It seems we can’t find what you’re looking for. Perhaps searching can help.
Brit Tzedek v'Shalom
Jewish Alliance for Justice and Peace
AS I SEE IT: Criticism of Israel requires the proper context
Kansas City Star
March 6, 2007
First and foremost, without condoning Israeli actions that are considered by many to be excessive and counterproductive, Arab terrorism is the central factor permeating every aspect of Israel's security policy. This paramount fact in no way is negated by the additional fact that Arab anger, and hence terrorist acts, directed at Israel may be understandable.
Second, although some Israeli actions are taken under the guise of protecting Israeli West Bank settlers, compared to Israel proper, which is 20 percent Palestinian, some settlers care little for peace-oriented West Bank Arabs' human rights and, rather than trading land for peace, are willing to accept ongoing war.
Third, most Israelis are frustrated by their government's policies, which often are driven by groups that exploit Israel's less-than-perfect political system and give inordinate power to marginal parties in the governing coalition. Israel's policies often deviate from popular opinion -- just like the war in Iraq here.
Fourth, there is major disconnect in Israeli society where most Israelis outside the settlements (Israel proper) would like to see an end to the occupation (and settlements) of Palestinian land. In fact, more than 70 percent of both Israelis and Palestinians, according to various polls would like to live in peace with their "adversary."
Fifth, both sides need not be adversaries but in fact could be cooperative partners for their great mutual benefit if there is a two-state solution to the political impasse by the creation of a viable, contiguous, independent Palestinian state next to Israel. There are many people, organizations and countries, there, here and elsewhere who endeavor to make this happen.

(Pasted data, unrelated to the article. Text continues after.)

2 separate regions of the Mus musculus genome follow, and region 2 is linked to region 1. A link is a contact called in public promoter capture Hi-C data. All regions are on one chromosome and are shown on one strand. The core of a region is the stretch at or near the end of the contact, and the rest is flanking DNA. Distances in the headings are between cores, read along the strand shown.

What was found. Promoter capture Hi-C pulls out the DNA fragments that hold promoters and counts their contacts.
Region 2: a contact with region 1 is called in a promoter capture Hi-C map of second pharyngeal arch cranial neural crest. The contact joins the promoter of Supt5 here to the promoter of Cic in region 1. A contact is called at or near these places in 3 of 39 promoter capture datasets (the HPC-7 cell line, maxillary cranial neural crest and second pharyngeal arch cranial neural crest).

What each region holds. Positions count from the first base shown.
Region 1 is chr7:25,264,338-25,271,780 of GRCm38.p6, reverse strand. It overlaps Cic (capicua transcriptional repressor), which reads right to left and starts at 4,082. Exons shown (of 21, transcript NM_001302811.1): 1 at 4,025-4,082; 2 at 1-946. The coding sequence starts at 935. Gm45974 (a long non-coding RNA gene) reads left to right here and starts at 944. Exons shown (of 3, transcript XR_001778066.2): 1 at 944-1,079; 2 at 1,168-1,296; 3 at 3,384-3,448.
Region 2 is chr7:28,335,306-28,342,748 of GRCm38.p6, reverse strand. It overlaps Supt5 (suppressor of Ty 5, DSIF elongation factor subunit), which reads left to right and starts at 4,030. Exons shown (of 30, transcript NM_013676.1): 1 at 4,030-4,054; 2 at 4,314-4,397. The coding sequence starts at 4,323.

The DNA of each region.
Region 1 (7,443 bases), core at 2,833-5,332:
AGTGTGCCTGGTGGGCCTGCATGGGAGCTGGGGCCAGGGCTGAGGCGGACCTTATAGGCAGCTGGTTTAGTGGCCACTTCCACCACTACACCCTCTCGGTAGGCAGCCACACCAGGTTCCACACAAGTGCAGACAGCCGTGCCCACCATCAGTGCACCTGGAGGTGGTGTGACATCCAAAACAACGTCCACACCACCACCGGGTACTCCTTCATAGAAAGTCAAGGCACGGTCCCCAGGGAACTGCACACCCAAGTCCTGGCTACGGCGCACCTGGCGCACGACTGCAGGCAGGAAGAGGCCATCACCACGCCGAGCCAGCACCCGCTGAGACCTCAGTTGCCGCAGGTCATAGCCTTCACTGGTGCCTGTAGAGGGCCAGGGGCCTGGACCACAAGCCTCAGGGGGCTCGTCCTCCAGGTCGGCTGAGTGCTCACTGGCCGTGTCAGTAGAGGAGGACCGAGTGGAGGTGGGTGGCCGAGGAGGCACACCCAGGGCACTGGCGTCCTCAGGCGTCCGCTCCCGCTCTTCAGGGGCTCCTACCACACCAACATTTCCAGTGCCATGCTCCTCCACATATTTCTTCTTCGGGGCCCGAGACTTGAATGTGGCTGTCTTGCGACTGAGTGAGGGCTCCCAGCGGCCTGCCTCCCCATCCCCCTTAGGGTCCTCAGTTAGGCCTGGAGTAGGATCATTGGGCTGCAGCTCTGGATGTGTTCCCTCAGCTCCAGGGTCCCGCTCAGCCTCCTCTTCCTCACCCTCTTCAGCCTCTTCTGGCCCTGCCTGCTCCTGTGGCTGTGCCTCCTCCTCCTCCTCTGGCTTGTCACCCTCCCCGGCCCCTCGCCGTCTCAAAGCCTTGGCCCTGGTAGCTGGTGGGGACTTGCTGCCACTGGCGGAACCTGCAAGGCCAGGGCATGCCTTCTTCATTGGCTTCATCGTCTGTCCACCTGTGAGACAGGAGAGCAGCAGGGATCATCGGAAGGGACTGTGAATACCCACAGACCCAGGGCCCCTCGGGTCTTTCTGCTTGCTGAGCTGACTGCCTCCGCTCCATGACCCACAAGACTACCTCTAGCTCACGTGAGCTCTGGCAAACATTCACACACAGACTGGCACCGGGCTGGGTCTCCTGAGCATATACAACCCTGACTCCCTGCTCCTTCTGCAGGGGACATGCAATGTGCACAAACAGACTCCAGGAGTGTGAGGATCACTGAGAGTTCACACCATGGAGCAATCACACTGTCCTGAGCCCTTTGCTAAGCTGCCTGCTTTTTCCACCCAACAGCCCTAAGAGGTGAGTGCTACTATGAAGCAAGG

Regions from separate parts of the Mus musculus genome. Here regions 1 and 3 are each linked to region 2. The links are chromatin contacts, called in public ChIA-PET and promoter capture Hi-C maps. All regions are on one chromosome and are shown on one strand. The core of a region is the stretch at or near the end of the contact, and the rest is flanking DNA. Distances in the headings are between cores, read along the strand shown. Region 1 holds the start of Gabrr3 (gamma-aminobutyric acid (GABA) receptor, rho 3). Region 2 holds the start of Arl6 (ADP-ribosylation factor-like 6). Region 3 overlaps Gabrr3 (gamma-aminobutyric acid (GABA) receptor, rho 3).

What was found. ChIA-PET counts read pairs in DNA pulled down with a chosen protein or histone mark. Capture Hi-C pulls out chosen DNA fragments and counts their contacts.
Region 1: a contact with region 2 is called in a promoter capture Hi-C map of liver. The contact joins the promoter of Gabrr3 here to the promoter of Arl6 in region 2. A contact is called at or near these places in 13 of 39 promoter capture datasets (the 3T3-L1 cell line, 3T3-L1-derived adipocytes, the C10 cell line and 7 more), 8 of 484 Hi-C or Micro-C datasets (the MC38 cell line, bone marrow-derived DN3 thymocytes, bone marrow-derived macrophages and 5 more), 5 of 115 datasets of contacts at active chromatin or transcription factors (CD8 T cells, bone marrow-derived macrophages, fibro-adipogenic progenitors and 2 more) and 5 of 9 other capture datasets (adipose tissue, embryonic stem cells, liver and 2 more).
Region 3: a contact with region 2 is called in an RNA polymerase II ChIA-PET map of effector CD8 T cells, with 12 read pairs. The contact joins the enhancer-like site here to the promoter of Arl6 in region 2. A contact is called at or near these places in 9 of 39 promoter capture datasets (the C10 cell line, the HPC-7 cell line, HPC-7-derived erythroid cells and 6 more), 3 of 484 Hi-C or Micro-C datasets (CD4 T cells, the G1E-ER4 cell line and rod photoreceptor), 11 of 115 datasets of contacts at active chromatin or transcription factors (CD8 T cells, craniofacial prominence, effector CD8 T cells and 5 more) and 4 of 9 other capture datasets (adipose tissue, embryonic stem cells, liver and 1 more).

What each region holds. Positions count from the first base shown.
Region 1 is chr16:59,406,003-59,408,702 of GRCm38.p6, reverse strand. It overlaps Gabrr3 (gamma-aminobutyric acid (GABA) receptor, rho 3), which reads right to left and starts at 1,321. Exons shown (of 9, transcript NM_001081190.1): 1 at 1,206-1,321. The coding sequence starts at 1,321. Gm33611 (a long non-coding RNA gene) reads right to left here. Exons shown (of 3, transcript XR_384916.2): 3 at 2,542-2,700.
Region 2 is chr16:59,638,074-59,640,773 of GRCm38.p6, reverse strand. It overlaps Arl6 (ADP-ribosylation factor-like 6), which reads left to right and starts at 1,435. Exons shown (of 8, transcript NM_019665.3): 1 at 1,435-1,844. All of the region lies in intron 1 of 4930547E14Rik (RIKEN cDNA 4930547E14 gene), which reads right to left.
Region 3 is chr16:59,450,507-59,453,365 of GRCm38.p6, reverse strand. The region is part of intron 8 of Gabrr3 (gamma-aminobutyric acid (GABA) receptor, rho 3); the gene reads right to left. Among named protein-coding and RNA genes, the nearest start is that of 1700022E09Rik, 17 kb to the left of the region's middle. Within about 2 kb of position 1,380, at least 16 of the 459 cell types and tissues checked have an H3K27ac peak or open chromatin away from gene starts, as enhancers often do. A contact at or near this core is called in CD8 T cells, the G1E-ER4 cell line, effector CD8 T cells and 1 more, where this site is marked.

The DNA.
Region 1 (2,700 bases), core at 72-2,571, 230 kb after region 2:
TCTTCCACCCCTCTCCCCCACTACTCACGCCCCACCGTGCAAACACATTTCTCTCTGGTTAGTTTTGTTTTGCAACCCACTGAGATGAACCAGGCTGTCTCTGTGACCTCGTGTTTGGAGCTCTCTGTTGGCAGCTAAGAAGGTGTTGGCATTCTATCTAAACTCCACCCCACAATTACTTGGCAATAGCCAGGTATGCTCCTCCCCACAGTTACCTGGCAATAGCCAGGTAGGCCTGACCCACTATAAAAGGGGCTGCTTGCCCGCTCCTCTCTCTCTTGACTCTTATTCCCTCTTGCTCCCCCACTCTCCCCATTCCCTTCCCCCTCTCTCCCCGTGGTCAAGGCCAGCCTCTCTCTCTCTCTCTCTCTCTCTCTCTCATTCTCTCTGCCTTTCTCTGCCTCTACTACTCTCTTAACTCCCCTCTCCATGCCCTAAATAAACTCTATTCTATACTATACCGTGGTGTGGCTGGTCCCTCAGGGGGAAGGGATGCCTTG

Brit Tzedek v'Shalom (Jewish Alliance for Justice and Peace) is a pro-Israel and pro-peace grass-roots organization with 40 chapters and more than 36,000 supporters. We believe Israel can have peace with its Arab neighbors only if the U.S. government is more pro-active in creating a viable independent Palestinian state next to Israel.
Although international efforts in recent years were unsuccessful, we continue our resolve. On Jan. 30, we hosted Israeli and Palestinian representatives from Combatants for Peace, which was well-received in Kansas City. Similarly, this spring we will again bring the executive director of Rabbis for Human Rights here, in a program celebrating Kansas City's sister city, Ramle, Israel, which has a large Arab minority population.
Israel is a democracy and thus not above criticism. But criticism should be both constructive and placed in proper context.